State, local, tribal and territorial (SLTT) governments face increasing pressure to raise the bar on their cybersecurity efforts. The rising pace and severity of attacks, coupled with an increased threat from Russia, has brought the issue to the fore.
In 2020, for example, U.S. city and county organizations reported 79 ransomware attacks, potentially impacting 71 million people and costing an estimated $18.88 billion in downtime and recovery. Agencies may have a range of partial cyber solutions in place, but they typically lack the funding and staffing levels needed to effectively support more comprehensive defenses.
Managed security services (MSS) offer a path forward. In general, a managed security service (also known as a monitored security service) refers to a solution in which a third party reviews operational data in real time to identify threats and elevate alarms.
The immediate impact of this is to ease the burden on overtaxed IT professionals who might be wearing multiple hats — trying to address cyber threats, providing tech support to end users and managing the care and feeding of labor-intensive legacy systems.
“By acting as the front line in cyber defense, an MSS can free up IT to focus on those other tasks,” said Lee Myers, Director of the Security Operations Center at the Center for Internet Security (CIS).
The MSS will centrally log data coming in from the government’s various systems and pipe it into a “correlation engine,” a piece of software designed to understand relationships. The system looks for things that are out of place, activity that is suspicious or shouldn’t be there.
The MSS will catalog those events, labeling them according to their likely severity. Depending on the MSS model, this information may then roll back to the IT team for further action, or in the case of some MSS providers, it may go to the provider’s own team for further analysis.
In the latter case, “that team of analysts will apply human intelligence to that event and incident data, going beyond what the automated processes can achieve,” Myers said. “You get the automated correlation, and you also benefit from this manual analyst intervention.”
This MSS model goes even further toward alleviating the IT burden and raising the security bar, since it eliminates most of the false positives and gives security teams the information they need to take quick and decisive action on likely threats, Myers said.
The nonprofit Center for Internet Security offers this type of human-informed MSS in support of the agency mission. Its services monitor agency devices for signs of malicious or anomalous activity, eliminating false positives and escalating alerts on just the actionable items.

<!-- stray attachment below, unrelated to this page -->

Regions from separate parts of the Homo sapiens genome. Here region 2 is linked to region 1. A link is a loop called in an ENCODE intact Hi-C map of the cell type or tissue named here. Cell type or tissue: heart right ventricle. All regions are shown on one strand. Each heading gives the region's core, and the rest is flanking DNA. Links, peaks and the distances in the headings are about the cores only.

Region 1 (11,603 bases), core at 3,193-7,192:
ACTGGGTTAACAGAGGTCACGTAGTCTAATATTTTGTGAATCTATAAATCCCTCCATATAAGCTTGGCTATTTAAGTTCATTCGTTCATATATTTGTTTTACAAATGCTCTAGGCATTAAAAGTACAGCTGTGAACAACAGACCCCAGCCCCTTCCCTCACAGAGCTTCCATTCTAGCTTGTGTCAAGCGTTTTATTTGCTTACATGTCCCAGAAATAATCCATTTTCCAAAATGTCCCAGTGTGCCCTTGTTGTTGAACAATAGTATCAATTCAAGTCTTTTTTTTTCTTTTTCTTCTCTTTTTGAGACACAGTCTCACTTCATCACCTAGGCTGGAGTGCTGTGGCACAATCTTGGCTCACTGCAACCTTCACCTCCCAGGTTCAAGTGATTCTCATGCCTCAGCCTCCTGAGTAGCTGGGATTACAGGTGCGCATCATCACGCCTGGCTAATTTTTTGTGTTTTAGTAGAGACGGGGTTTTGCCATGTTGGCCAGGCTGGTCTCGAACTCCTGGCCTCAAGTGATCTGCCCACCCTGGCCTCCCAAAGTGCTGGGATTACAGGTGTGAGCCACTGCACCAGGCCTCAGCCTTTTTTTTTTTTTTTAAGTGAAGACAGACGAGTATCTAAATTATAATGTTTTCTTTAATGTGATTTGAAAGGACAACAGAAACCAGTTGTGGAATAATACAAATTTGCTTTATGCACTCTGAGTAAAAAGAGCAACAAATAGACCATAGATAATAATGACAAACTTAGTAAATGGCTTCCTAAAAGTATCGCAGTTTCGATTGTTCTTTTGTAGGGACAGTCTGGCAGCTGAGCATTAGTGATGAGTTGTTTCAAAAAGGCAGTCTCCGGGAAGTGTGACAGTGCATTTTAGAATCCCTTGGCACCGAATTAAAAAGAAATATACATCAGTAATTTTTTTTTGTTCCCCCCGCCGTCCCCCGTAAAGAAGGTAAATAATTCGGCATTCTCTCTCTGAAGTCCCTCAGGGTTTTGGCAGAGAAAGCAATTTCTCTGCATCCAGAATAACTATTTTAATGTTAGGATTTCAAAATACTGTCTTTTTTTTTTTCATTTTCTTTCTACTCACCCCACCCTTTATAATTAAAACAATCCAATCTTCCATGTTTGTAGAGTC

By having analysts review the correlated events, this approach cuts down on the noise, removing up to 75 percent of total identified incidents. Analysts can note, for example, that certain potentially suspect traffic is in fact authorized, based on known rules within the agency.
“Now, IT teams don’t have to waste time chasing down those incidents, and can instead focus attention where it’s needed most,” Myers said.
All this is akin to triage in the medical world, where the success of the response often comes down to a matter of time. “A lot of the attacks that are happening these days are multistage attacks, where the method that an attacker uses to gain access to the environment is not necessarily the method that they’ll use to attack it — that comes later,” Myers said.
Thus, the faster an agency can respond to that initial access attempt, the more likely it is to prevent that next-stage attack.
With an MSS parsing events and incidents around the clock and putting human eyes on the outcomes, the security team has the ability to respond in real time and head off potential attacks before they launch. This saves staff time and effort, and also heightens cyber resilience, protecting agencies from potential data loss as well as from the catastrophic operational and economic impacts of a cyber incursion.
CIS is uniquely positioned to deliver this service, having supported SLTT monitoring operations for over 15 years and leveraging the largest SLTT-specific threat database. A lead player in the national cyber defense apparatus, CIS operates the Multistate Information Sharing and Analysis Center (MS-ISAC), a voluntary and collaborative effort designated by the U.S. Department of Homeland Security to be the key resource for cyber threat prevention, protection, response and recovery for SLTT governments.
CIS is offering a discount on MSS through June 30.